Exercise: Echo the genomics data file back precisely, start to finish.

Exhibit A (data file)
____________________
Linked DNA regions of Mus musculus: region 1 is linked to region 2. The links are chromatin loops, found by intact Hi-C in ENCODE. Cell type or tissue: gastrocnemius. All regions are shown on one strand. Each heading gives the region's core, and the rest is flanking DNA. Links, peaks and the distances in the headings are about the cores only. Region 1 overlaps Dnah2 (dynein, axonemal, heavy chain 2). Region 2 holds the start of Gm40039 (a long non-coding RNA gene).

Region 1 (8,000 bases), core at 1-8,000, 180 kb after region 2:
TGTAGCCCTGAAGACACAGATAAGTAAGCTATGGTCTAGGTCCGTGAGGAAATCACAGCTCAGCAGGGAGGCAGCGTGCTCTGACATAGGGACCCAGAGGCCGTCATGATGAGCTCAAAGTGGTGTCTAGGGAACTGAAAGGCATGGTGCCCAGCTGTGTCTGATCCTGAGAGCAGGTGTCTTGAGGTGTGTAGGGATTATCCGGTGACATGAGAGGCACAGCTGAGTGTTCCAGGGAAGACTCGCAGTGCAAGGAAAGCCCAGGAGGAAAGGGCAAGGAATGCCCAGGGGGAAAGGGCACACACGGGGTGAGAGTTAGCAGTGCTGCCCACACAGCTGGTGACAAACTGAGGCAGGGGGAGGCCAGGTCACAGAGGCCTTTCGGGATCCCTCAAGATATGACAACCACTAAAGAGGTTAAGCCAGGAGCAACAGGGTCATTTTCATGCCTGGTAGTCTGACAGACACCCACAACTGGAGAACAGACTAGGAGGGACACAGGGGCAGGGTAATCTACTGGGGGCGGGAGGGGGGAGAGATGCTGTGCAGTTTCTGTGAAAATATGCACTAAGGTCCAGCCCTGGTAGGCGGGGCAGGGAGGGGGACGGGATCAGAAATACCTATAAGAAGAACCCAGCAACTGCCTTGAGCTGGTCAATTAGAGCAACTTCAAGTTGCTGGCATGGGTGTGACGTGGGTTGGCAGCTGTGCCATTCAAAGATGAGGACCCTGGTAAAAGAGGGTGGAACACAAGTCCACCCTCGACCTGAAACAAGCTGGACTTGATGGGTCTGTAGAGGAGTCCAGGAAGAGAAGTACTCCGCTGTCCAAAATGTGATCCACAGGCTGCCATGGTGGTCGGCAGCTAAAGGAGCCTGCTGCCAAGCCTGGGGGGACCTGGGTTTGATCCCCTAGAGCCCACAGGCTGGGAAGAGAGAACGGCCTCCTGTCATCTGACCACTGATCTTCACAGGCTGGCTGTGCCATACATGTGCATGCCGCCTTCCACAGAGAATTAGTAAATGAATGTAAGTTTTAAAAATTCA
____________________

Linked DNA regions of Mus musculus: region 1 is linked to region 2. The links are chromatin loops, found by intact Hi-C in ENCODE. Cell type or tissue: gastrocnemius. All regions are shown on one strand. Each heading gives the region's core, and the rest is flanking DNA. Links, peaks and the distances in the headings are about the cores only. Region 1 overlaps Dnah2 (dynein, axonemal, heavy chain 2). Region 2 holds the start of Gm40039 (a long non-coding RNA gene).

Region 1 (8,000 bases), core at 1-8,000, 180 kb after region 2:
TGTAGCCCTGAAGACACAGATAAGTAAGCTATGGTCTAGGTCCGTGAGGAAATCACAGCTCAGCAGGGAGGCAGCGTGCTCTGACATAGGGACCCAGAGGCCGTCATGATGAGCTCAAAGTGGTGTCTAGGGAACTGAAAGGCATGGTGCCCAGCTGTGTCTGATCCTGAGAGCAGGTGTCTTGAGGTGTGTAGGGATTATCCGGTGACATGAGAGGCACAGCTGAGTGTTCCAGGGAAGACTCGCAGTGCAAGGAAAGCCCAGGAGGAAAGGGCAAGGAATGCCCAGGGGGAAAGGGCACACACGGGGTGAGAGTTAGCAGTGCTGCCCACACAGCTGGTGACAAACTGAGGCAGGGGGAGGCCAGGTCACAGAGGCCTTTCGGGATCCCTCAAGATATGACAACCACTAAAGAGGTTAAGCCAGGAGCAACAGGGTCATTTTCATGCCTGGTAGTCTGACAGACACCCACAACTGGAGAACAGACTAGGAGGGACACAGGGGCAGGGTAATCTACTGGGGGCGGGAGGGGGGAGAGATGCTGTGCAGTTTCTGTGAAAATATGCACTAAGGTCCAGCCCTGGTAGGCGGGGCAGGGAGGGGGACGGGATCAGAAATACCTATAAGAAGAACCCAGCAACTGCCTTGAGCTGGTCAATTAGAGCAACTTCAAGTTGCTGGCATGGGTGTGACGTGGGTTGGCAGCTGTGCCATTCAAAGATGAGGACCCTGGTAAAAGAGGGTGGAACACAAGTCCACCCTCGACCTGAAACAAGCTGGACTTGATGGGTCTGTAGAGGAGTCCAGGAAGAGAAGTACTCCGCTGTCCAAAATGTGATCCACAGGCTGCCATGGTGGTCGGCAGCTAAAGGAGCCTGCTGCCAAGCCTGGGGGGACCTGGGTTTGATCCCCTAGAGCCCACAGGCTGGGAAGAGAGAACGGCCTCCTGTCATCTGACCACTGATCTTCACAGGCTGGCTGTGCCATACATGTGCATGCCGCCTTCCACAGAGAATTAGTAAATGAATGTAAGTTTTAAAAATTCA